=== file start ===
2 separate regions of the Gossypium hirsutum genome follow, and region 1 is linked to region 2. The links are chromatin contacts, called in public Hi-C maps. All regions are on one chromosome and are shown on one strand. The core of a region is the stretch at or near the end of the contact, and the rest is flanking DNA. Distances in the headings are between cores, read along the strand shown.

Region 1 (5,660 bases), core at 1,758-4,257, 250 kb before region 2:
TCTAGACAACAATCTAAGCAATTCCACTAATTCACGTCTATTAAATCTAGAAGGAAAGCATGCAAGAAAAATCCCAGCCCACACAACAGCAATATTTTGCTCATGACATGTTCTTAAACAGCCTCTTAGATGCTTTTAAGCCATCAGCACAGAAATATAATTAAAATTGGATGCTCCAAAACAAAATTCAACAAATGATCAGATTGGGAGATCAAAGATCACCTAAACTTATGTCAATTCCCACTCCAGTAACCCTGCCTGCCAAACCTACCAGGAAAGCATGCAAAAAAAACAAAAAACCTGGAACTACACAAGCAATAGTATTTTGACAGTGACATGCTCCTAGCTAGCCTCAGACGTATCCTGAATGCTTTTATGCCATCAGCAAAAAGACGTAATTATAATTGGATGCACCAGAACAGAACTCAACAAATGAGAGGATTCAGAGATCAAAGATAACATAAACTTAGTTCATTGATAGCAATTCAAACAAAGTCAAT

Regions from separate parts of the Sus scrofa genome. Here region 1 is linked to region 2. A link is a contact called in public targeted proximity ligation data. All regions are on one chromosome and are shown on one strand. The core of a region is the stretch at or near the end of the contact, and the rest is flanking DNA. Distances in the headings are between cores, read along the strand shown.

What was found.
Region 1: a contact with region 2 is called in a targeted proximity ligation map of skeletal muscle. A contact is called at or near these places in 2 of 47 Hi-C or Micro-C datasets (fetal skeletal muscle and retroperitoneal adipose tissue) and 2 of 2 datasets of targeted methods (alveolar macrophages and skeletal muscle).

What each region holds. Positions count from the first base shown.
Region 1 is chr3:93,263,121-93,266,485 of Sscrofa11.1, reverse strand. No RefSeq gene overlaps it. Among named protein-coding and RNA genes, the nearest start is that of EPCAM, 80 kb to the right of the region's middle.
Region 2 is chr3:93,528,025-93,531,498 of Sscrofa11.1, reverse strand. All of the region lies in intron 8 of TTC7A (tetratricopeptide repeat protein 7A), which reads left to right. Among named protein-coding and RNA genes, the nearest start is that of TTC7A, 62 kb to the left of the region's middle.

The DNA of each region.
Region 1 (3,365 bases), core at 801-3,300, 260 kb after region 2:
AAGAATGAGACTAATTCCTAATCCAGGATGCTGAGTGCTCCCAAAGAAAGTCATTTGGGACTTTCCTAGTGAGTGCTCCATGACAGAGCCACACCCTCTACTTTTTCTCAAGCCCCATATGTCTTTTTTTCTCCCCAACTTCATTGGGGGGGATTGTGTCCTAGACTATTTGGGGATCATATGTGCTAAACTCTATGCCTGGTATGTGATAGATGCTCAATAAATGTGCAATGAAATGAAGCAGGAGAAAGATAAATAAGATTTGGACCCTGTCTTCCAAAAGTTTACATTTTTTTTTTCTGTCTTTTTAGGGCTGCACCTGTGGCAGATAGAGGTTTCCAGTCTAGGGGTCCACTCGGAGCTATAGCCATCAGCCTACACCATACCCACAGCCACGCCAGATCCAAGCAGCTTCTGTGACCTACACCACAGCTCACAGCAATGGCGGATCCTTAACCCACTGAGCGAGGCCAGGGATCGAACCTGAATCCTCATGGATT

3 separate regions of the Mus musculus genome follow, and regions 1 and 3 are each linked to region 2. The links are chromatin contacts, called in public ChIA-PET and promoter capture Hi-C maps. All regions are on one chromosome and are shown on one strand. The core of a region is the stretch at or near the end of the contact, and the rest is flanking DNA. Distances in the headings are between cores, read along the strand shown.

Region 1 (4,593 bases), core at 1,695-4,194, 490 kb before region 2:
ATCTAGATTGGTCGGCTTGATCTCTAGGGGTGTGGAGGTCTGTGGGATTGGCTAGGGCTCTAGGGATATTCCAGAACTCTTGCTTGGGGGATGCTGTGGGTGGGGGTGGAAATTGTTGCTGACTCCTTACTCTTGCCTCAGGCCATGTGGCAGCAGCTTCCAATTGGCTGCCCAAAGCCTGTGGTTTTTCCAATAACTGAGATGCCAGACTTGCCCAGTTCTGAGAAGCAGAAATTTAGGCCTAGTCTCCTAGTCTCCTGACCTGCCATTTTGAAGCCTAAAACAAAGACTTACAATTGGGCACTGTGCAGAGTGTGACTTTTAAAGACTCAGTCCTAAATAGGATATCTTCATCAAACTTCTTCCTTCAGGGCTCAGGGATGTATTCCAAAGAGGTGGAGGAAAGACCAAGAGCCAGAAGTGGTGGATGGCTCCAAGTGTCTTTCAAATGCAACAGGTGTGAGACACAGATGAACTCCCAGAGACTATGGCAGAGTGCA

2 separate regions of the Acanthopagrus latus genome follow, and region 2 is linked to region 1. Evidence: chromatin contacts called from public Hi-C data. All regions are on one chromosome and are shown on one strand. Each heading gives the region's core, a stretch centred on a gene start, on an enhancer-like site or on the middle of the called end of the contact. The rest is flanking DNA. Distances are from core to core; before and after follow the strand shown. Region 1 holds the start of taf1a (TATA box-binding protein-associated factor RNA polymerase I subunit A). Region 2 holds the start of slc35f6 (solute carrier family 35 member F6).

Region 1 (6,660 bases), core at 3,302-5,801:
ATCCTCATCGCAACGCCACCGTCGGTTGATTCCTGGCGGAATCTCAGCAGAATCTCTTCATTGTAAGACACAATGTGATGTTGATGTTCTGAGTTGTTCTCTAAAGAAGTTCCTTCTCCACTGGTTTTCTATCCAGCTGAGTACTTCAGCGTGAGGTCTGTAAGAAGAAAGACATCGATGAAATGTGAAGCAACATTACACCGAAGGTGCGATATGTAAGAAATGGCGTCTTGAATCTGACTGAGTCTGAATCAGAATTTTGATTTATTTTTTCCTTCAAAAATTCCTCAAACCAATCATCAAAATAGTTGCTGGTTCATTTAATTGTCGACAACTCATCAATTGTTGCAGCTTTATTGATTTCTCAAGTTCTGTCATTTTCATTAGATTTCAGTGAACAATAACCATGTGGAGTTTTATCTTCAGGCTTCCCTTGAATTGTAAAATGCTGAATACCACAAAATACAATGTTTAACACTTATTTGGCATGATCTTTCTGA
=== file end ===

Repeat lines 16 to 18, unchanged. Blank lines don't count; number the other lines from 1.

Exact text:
2 separate regions of the Acanthopagrus latus genome follow, and region 2 is linked to region 1. Evidence: chromatin contacts called from public Hi-C data. All regions are on one chromosome and are shown on one strand. Each heading gives the region's core, a stretch centred on a gene start, on an enhancer-like site or on the middle of the called end of the contact. The rest is flanking DNA. Distances are from core to core; before and after follow the strand shown. Region 1 holds the start of taf1a (TATA box-binding protein-associated factor RNA polymerase I subunit A). Region 2 holds the start of slc35f6 (solute carrier family 35 member F6).

Region 1 (6,660 bases), core at 3,302-5,801:
ATCCTCATCGCAACGCCACCGTCGGTTGATTCCTGGCGGAATCTCAGCAGAATCTCTTCATTGTAAGACACAATGTGATGTTGATGTTCTGAGTTGTTCTCTAAAGAAGTTCCTTCTCCACTGGTTTTCTATCCAGCTGAGTACTTCAGCGTGAGGTCTGTAAGAAGAAAGACATCGATGAAATGTGAAGCAACATTACACCGAAGGTGCGATATGTAAGAAATGGCGTCTTGAATCTGACTGAGTCTGAATCAGAATTTTGATTTATTTTTTCCTTCAAAAATTCCTCAAACCAATCATCAAAATAGTTGCTGGTTCATTTAATTGTCGACAACTCATCAATTGTTGCAGCTTTATTGATTTCTCAAGTTCTGTCATTTTCATTAGATTTCAGTGAACAATAACCATGTGGAGTTTTATCTTCAGGCTTCCCTTGAATTGTAAAATGCTGAATACCACAAAATACAATGTTTAACACTTATTTGGCATGATCTTTCTGA